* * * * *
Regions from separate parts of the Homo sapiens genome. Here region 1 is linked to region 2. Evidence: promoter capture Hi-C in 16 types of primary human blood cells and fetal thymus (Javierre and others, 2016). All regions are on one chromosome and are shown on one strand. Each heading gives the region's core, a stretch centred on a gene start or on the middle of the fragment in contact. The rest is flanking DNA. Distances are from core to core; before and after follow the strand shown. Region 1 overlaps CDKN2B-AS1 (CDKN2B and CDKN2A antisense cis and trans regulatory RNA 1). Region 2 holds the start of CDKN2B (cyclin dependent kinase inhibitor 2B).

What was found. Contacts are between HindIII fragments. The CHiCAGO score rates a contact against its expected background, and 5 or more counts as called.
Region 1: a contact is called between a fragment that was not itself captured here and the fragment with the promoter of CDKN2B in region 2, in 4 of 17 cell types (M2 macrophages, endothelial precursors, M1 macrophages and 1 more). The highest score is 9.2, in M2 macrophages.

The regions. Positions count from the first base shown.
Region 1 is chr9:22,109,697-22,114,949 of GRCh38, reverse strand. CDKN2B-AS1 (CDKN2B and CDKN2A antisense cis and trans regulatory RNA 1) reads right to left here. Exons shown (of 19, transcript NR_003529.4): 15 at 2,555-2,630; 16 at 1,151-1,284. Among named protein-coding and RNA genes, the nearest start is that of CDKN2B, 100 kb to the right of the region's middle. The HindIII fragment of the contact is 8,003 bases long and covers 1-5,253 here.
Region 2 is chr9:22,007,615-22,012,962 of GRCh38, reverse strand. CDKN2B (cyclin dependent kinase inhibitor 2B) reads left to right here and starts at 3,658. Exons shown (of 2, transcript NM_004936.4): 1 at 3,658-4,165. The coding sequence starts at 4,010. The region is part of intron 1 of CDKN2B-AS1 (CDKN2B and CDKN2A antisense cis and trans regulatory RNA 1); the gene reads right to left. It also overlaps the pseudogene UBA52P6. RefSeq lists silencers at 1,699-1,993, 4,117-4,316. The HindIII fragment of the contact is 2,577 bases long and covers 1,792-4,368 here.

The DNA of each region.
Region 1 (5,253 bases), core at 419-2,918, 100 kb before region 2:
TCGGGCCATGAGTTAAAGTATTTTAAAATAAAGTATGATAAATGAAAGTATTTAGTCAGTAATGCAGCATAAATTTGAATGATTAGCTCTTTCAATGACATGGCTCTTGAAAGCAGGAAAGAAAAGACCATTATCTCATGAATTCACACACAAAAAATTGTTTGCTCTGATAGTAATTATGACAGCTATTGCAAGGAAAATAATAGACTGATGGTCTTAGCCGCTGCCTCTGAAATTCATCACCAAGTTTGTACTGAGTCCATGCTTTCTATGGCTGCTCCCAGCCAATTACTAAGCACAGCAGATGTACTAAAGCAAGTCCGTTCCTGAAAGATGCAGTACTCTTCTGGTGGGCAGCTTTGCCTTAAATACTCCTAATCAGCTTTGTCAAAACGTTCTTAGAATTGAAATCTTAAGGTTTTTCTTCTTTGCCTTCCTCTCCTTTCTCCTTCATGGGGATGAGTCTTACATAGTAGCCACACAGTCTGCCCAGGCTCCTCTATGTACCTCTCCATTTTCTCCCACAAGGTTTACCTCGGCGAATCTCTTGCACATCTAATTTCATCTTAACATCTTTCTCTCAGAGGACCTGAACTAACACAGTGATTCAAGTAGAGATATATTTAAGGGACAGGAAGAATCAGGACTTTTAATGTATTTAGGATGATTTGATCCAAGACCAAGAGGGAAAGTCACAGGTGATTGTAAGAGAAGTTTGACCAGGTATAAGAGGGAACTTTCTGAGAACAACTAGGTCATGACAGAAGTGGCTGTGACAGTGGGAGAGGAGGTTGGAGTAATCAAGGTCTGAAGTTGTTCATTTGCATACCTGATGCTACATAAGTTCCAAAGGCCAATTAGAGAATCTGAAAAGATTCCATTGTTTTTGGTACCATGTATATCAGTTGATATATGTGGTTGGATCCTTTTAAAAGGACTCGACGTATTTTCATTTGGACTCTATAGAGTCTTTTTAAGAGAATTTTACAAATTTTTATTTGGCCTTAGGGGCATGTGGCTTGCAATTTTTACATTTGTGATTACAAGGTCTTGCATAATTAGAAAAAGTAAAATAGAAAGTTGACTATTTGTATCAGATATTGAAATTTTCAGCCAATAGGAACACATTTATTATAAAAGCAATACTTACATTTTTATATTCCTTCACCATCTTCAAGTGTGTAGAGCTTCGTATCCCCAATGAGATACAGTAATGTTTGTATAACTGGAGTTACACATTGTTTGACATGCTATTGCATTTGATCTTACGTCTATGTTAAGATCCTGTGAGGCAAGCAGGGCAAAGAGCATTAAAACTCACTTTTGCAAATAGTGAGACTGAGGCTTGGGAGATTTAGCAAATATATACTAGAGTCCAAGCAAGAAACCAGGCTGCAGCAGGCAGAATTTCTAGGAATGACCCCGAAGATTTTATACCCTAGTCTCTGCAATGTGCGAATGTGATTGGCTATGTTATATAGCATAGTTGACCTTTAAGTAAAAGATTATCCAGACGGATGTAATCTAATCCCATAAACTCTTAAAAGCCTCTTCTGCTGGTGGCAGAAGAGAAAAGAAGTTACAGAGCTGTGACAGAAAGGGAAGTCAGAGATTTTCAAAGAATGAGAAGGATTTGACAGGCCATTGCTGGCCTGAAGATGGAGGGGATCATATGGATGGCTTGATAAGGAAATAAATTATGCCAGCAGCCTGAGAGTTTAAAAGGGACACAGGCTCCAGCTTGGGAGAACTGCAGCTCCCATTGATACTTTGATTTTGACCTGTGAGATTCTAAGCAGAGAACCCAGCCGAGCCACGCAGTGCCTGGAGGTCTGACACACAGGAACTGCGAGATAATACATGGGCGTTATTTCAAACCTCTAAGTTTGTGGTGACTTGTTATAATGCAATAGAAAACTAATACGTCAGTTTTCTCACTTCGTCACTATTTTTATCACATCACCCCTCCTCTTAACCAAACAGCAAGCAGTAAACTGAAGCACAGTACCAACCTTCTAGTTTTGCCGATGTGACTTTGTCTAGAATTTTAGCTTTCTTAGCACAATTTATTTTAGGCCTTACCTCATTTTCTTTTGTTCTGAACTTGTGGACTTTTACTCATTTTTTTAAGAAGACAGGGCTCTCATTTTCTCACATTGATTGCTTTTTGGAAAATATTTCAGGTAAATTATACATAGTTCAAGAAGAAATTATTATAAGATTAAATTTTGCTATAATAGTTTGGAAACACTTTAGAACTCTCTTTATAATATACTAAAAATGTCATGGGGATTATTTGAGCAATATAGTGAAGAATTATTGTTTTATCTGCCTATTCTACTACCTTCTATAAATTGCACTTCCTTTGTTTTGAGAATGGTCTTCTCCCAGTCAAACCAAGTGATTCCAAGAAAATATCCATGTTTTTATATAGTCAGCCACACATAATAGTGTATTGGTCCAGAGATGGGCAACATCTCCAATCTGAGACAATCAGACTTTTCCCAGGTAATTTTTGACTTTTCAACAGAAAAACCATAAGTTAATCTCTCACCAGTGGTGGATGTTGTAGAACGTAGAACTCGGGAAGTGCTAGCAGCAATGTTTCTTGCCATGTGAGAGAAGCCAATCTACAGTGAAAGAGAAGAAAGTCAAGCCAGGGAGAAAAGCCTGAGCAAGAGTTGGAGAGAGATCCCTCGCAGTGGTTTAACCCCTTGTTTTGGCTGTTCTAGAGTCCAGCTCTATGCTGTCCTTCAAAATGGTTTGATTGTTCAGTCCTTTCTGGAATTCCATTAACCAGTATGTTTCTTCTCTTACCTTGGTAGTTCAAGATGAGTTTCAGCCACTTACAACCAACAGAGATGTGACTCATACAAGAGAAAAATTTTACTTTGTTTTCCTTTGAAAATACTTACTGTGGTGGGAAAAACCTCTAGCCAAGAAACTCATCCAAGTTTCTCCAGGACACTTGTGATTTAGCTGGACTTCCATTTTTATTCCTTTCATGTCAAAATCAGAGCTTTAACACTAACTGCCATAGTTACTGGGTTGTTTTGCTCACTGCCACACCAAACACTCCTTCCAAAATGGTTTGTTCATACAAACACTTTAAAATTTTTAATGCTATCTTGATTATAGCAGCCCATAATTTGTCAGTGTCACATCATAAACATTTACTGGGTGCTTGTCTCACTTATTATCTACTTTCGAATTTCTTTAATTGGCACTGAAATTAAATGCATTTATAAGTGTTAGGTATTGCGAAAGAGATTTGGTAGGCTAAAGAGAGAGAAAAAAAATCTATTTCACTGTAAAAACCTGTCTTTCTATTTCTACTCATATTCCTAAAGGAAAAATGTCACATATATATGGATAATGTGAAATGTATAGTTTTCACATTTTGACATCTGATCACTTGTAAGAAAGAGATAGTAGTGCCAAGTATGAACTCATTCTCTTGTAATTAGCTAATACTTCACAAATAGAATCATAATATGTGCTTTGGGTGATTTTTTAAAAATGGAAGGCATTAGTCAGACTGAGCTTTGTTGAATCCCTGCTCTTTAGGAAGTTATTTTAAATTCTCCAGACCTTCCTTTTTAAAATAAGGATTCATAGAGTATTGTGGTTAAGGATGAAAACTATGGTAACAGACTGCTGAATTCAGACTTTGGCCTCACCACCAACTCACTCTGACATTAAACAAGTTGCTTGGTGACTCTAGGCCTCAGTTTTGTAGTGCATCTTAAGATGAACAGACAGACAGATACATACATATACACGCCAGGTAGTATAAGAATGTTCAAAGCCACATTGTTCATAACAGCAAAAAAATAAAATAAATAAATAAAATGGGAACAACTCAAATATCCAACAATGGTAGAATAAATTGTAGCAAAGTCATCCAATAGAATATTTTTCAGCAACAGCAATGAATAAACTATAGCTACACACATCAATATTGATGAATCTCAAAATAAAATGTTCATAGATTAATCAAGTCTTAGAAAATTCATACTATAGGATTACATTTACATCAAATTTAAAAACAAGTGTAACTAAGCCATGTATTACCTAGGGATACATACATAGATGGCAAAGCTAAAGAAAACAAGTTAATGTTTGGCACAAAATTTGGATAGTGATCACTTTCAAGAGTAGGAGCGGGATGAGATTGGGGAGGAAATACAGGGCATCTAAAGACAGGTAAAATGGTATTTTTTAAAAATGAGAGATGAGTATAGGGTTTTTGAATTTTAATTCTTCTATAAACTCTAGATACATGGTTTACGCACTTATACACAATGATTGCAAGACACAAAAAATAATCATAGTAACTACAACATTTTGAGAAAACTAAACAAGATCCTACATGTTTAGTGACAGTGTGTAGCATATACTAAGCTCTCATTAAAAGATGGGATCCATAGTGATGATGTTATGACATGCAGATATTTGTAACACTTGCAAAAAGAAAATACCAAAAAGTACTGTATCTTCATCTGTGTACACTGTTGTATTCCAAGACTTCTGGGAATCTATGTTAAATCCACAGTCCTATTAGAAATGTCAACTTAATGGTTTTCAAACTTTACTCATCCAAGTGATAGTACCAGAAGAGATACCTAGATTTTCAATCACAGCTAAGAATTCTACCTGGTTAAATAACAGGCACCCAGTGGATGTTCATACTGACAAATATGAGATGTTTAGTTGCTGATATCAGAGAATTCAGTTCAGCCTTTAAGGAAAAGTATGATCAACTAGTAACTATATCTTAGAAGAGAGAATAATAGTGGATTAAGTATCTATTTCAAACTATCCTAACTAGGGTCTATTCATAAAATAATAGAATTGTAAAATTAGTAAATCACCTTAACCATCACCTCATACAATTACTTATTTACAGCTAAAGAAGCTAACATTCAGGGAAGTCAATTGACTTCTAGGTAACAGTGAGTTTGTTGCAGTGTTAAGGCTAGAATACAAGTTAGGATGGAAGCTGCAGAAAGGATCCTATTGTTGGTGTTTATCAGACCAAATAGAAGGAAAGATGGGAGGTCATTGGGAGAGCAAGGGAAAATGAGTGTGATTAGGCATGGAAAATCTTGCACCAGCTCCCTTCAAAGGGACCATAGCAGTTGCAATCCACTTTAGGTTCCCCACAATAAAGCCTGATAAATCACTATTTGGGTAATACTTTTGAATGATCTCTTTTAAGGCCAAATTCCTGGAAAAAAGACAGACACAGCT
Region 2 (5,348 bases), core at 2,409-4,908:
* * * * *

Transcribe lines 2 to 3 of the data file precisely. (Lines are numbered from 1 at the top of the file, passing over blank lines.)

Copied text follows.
What was found. Contacts are between HindIII fragments. The CHiCAGO score rates a contact against its expected background, and 5 or more counts as called.
Region 1: a contact is called between a fragment that was not itself captured here and the fragment with the promoter of CDKN2B in region 2, in 4 of 17 cell types (M2 macrophages, endothelial precursors, M1 macrophages and 1 more). The highest score is 9.2, in M2 macrophages.